Week 11: Learning Math with the Battleship Travel Game
Games are a great way to learn math, and this Travel Battleship Game is no exception. Kids will learn about grids, plotting coordinates on a graph, number lines, and even about reading maps. This will help them immeasurably when they start learning about graphing and x and y axes in math class.
The Trip Clip also does a few special things that the traditional board game can’t to help ease in new players:
- The Trip Clip offers both 8×8 and 10×10 boards. The 8×8 board is less overwhelming, it skips the hardest to find 2 square Destroyer, and will make the game go a bit quicker for younger kids.
- Our printed pages have different letters coordinates set for Player 1 and Player 2, so there’s no way to mix up your board with your opponent’s board.
- You can use the different pen colors on the Trip Clip 4-Color Click Pen to help make it clear when you’ve found a ship vs an empty spot.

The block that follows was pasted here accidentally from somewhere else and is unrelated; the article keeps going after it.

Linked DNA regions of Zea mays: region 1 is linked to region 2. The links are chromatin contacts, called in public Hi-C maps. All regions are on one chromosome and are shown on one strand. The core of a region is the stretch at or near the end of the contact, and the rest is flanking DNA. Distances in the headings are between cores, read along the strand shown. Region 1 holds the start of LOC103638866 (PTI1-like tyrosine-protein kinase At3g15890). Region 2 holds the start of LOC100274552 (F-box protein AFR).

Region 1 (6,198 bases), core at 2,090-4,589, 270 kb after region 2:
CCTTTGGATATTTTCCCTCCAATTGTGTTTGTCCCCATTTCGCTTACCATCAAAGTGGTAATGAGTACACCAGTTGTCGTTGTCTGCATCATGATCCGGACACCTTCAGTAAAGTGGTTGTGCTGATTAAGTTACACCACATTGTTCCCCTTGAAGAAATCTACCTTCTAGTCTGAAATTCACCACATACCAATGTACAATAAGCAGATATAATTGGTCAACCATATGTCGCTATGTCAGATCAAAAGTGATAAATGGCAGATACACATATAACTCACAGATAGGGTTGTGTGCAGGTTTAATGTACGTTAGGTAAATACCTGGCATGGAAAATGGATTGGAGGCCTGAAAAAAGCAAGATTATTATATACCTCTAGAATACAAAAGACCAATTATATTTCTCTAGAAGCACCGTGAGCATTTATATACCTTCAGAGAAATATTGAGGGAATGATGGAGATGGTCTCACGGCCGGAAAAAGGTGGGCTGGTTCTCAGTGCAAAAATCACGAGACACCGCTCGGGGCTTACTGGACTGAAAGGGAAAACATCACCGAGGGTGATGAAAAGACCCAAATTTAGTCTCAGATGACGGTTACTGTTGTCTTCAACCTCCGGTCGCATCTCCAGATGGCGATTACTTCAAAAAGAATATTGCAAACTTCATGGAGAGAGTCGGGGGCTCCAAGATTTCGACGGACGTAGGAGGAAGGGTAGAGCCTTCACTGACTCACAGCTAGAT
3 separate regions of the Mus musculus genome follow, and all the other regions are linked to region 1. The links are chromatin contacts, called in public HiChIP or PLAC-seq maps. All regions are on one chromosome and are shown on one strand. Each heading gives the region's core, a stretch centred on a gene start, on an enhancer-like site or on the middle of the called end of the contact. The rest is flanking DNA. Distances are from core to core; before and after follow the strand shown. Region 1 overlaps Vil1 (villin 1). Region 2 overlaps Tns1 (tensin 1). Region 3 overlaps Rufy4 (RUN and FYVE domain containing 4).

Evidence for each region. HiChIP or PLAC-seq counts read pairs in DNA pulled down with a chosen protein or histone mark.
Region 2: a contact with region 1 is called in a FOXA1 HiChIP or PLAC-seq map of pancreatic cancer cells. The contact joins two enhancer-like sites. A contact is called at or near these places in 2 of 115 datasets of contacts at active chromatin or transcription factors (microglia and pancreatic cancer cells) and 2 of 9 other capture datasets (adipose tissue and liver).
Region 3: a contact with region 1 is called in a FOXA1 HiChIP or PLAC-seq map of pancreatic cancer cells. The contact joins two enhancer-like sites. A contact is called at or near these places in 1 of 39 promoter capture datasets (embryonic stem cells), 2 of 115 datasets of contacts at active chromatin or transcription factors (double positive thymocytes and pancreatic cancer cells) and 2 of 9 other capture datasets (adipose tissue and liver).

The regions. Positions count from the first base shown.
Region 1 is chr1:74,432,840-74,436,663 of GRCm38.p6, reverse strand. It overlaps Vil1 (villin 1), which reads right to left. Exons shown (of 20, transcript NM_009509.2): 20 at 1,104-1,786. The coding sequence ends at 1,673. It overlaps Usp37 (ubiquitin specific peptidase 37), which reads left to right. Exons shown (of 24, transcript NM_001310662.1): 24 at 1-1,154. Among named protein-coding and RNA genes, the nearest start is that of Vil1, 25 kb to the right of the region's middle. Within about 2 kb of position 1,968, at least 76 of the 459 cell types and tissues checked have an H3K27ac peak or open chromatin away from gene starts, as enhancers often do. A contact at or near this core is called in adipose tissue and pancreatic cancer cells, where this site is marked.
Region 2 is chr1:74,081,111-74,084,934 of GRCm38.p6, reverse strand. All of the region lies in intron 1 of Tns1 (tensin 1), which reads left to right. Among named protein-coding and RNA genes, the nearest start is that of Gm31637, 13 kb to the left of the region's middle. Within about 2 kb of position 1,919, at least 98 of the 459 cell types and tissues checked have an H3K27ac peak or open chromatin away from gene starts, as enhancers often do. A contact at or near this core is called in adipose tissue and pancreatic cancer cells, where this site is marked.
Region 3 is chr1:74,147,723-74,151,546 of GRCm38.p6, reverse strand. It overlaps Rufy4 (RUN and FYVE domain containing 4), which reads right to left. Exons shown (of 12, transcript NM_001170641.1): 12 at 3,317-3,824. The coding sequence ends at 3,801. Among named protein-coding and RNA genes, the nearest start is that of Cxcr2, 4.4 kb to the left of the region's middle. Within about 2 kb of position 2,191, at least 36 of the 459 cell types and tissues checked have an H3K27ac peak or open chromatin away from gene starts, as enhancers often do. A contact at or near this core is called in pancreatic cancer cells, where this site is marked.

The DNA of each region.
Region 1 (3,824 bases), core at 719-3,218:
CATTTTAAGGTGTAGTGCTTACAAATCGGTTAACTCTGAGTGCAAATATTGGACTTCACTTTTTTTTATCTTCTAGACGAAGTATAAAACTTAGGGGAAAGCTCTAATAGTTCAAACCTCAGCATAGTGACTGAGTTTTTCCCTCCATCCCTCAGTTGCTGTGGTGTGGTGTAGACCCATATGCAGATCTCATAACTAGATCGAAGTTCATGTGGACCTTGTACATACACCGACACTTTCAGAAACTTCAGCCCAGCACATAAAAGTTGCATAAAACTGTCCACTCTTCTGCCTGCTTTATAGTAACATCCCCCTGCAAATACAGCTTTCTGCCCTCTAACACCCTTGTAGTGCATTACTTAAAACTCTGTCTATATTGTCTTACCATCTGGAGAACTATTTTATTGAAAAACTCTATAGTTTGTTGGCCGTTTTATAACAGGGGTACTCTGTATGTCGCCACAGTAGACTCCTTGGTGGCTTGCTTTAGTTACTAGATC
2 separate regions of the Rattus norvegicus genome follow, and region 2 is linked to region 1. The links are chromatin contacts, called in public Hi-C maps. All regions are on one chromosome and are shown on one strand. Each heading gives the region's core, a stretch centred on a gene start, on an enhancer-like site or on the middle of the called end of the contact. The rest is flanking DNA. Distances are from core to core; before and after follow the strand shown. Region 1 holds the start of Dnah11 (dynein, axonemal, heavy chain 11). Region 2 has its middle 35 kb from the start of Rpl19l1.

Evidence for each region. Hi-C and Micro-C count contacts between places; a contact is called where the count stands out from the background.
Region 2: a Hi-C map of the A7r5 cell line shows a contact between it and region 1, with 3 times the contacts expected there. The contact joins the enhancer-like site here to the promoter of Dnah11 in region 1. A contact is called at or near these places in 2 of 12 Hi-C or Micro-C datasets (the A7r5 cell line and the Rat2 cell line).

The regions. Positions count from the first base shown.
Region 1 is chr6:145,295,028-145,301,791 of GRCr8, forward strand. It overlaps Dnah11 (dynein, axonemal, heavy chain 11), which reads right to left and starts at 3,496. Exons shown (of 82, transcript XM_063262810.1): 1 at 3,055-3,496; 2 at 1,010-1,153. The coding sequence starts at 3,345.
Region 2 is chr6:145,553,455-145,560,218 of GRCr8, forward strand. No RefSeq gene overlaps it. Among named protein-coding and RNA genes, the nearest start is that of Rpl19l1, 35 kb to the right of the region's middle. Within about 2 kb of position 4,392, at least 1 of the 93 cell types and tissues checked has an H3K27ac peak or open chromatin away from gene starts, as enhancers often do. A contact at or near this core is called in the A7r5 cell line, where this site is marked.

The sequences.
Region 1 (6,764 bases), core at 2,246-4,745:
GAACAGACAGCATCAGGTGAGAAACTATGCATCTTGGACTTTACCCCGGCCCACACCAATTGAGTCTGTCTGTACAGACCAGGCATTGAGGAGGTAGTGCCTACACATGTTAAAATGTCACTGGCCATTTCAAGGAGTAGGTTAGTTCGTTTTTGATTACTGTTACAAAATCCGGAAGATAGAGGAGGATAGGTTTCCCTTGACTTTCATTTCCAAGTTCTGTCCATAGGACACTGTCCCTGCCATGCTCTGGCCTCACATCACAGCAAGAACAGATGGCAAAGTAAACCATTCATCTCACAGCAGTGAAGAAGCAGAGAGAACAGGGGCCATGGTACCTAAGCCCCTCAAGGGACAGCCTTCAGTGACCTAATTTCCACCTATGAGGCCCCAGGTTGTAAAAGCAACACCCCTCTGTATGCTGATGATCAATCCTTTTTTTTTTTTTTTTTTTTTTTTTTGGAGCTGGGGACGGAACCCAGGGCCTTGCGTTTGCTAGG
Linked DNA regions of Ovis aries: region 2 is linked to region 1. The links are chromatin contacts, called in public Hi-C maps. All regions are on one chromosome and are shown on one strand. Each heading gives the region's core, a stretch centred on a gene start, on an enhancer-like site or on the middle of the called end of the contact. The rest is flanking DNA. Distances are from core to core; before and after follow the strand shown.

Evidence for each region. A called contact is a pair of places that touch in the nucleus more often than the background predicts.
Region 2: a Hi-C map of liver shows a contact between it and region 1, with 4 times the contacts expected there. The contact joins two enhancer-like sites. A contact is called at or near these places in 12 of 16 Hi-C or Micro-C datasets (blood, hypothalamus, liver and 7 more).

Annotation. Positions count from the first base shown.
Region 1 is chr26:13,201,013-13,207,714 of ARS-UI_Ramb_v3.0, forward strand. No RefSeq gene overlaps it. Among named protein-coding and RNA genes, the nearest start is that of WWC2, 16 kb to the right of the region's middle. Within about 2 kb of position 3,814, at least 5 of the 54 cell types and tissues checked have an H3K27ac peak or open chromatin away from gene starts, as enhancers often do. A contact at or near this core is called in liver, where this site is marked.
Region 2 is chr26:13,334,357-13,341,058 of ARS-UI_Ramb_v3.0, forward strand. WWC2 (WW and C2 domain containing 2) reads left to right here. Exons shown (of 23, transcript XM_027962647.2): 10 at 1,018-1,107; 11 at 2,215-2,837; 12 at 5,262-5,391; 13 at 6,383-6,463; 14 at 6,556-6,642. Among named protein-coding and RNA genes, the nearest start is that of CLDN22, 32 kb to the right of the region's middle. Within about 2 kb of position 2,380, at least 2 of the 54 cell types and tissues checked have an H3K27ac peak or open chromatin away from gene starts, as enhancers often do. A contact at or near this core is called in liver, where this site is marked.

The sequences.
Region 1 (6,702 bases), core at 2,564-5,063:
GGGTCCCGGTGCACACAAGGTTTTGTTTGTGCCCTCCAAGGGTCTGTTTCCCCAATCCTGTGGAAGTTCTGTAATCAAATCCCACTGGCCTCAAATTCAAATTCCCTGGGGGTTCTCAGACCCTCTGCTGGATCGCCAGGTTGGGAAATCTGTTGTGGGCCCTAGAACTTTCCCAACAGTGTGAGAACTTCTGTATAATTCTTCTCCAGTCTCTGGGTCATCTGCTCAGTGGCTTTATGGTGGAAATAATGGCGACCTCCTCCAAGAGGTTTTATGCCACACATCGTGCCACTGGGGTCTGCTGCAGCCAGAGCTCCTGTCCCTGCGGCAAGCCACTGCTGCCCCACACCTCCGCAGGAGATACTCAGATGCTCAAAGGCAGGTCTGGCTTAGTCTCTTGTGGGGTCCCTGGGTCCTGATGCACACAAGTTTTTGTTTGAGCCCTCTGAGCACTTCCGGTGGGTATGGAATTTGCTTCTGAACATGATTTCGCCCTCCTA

And because The Trip Clip Travel Battleship Game is played with pen and paper, you don’t have to worry about any tiny parts getting lost. My family has played this on road trips, on airplanes, while camping, at restaurants – it’s great fun and great learning anywhere you go!
Travel Battleship is a two person game, so you’ll need two sets of printed pages – one set for Player 1, and one set for Player 2. The Trip Clip prints all 4 pages for you.
Hiding your ships
Each player will take their “Hide Your Ships” board, and mark off the squares where each of the 5 ships floating on their grid. Once this is done, they should actually hide the ships by placing the “Find the Enemy Ships” paper on top of their ships, so that their competitor cannot see where any of their ships are hiding.
This works great if you use these printed boards with a small clipboard. The Trip Clip Clipboard is perfect for this, and you can clip in both of your pages at the same time, allowing you to easily lift the first page and peak at your hidden ships on the second page without showing your partner where your ships are.
Once both players have hidden their ships, they can take turns guessing the coordinates of their opponents’ ships.
My kids (7 and 10 in this photo) chose to play battleship while we waited for a table at a restaurant on a recent vacation. This activity is a favorite of ours, especially once my younger son really internalized how that grid system works!
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